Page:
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Once- versus twice-daily dosing of eliglustat in adults with Gaucher disease type 1: The Phase 3, randomized, double-blind EDGE trial

Charrow, J.; Fraga, C.; Gu, X.; Ida, H.; Longo, N.; Lukina, E.; Nonino, A.; Gaemers, S. J. M.; Jouvin, M. H.; Li, J.; Wu, Y.; Xue, Y.; Peterschmitt, M. J.

Mol Genet Metab. 2018 Jan 24; 123(3):347-356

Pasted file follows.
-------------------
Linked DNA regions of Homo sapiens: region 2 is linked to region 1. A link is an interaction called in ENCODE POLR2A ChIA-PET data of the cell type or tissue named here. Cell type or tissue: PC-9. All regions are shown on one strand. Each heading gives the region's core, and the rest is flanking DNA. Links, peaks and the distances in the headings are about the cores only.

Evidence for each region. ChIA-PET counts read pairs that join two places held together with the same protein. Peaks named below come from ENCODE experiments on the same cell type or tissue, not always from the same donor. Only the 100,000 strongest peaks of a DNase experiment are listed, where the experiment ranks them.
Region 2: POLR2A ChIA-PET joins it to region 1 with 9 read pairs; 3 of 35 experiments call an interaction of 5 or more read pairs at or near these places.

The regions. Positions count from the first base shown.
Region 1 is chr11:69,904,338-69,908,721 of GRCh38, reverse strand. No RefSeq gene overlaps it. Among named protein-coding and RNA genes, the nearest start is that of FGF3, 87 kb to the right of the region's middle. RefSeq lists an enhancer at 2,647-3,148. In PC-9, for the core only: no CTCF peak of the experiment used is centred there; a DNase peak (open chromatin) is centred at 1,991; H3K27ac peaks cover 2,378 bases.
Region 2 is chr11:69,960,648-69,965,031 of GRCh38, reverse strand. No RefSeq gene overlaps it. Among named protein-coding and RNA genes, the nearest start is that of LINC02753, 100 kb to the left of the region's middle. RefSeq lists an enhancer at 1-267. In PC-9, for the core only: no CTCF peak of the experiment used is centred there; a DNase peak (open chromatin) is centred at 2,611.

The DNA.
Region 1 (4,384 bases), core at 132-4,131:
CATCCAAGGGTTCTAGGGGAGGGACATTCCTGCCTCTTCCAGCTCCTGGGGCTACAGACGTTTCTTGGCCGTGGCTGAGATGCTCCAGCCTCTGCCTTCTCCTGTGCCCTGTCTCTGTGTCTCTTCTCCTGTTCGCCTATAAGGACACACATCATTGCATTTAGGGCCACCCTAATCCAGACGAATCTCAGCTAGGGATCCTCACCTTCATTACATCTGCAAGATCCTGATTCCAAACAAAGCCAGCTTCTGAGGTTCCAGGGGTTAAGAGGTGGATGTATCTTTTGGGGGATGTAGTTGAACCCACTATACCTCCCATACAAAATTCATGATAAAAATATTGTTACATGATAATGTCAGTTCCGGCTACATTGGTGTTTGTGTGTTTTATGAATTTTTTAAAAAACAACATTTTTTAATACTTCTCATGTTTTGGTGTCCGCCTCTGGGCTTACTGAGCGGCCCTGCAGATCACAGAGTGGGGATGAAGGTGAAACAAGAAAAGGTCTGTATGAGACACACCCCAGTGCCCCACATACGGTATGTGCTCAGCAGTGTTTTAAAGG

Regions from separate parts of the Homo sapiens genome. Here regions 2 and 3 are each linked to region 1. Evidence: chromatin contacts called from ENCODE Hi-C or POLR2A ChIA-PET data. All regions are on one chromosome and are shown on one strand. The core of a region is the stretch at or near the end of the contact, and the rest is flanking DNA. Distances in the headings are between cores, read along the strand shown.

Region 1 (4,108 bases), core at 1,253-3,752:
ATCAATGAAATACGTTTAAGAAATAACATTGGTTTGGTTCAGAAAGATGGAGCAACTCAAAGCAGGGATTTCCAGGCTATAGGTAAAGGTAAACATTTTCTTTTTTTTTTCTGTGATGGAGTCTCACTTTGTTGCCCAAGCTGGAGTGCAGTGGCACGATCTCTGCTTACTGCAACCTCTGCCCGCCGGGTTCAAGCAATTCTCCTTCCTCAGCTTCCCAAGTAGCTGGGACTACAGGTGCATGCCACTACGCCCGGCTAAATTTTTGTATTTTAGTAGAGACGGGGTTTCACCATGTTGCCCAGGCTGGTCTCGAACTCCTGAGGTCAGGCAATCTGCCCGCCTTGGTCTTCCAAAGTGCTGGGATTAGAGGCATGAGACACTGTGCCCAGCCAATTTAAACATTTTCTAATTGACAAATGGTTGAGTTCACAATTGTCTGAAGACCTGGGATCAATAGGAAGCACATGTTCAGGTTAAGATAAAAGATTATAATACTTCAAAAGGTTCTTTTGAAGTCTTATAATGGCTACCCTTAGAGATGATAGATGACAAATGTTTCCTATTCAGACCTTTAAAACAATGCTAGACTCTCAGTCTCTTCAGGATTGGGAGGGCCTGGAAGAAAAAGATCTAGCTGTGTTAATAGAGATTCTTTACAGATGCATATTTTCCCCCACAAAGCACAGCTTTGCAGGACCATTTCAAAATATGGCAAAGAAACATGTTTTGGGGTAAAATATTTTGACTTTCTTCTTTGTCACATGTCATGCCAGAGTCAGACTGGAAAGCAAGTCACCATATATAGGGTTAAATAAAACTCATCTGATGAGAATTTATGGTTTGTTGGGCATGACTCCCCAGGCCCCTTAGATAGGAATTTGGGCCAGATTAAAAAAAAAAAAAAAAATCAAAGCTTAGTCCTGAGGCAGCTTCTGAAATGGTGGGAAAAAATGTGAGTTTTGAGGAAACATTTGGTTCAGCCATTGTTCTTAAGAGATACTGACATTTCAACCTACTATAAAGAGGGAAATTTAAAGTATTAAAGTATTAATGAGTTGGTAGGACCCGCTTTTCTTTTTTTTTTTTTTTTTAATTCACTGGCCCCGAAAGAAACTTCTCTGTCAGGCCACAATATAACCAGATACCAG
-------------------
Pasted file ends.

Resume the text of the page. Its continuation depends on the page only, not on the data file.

Eliglustat is a first-line oral therapy for adults with Gaucher disease type 1 (GD1) with compatible CYP2D6-metabolizer phenotypes (>90% of patients). The randomized, double-blind EDGE trial (NCT01074944, Sanofi Genzyme) evaluated once-daily eliglustat dosing compared with the approved twice-daily regimen at the same total daily dose in adults with GD1. Subjects received twice-daily dosing during a 6- to 18-month lead-in period. Only subjects who attained prespecified treatment goals for hemoglobin, platelet count, spleen and liver volumes, and bone symptoms during the lead-in period were randomized to once- or twice-daily dosing. Of 170 enrolled patients, 156 completed the lead-in period and 131 met all requirements to enter the double-blind treatment period. To achieve the composite primary endpoint in the double-blind period, patients had to maintain clinical stability relative to baseline on all five endpoints (hemoglobin, platelet count, spleen and liver volumes, and bone symptoms) and meet pharmacokinetic and other tolerability requirements as determined by the investigator after 1year of eliglustat treatment. After 1year, 80.4% (95% CI: 67.6, 89.8) of once-daily patients were stable compared with 83.1% (95% CI: 71.0, 91.6) of twice-daily patients. The 95% CI for the mean difference of -2.7% between groups was -17.7, 11.9. Because the lower bound of the CI exceeded the pre-defined non-inferiority margin of -15%, once-daily dosing could not be declared non-inferior to twice-daily dosing. Both once-daily and twice-daily patients maintained mean values for hematologic and visceral measures within established therapeutic goals during the double-blind treatment and long-term extension periods. Eliglustat was generally well-tolerated during this long-term trial (mean treatment duration: 3.3years), with just four withdrawals (2%) for related adverse events (AE), and similar AE profiles for both dosing regimens. Patients on twice-daily eliglustat showed more stability overall, and this dose regimen was better tolerated, confirming the dosing regimen for most patients specified in the drug label.

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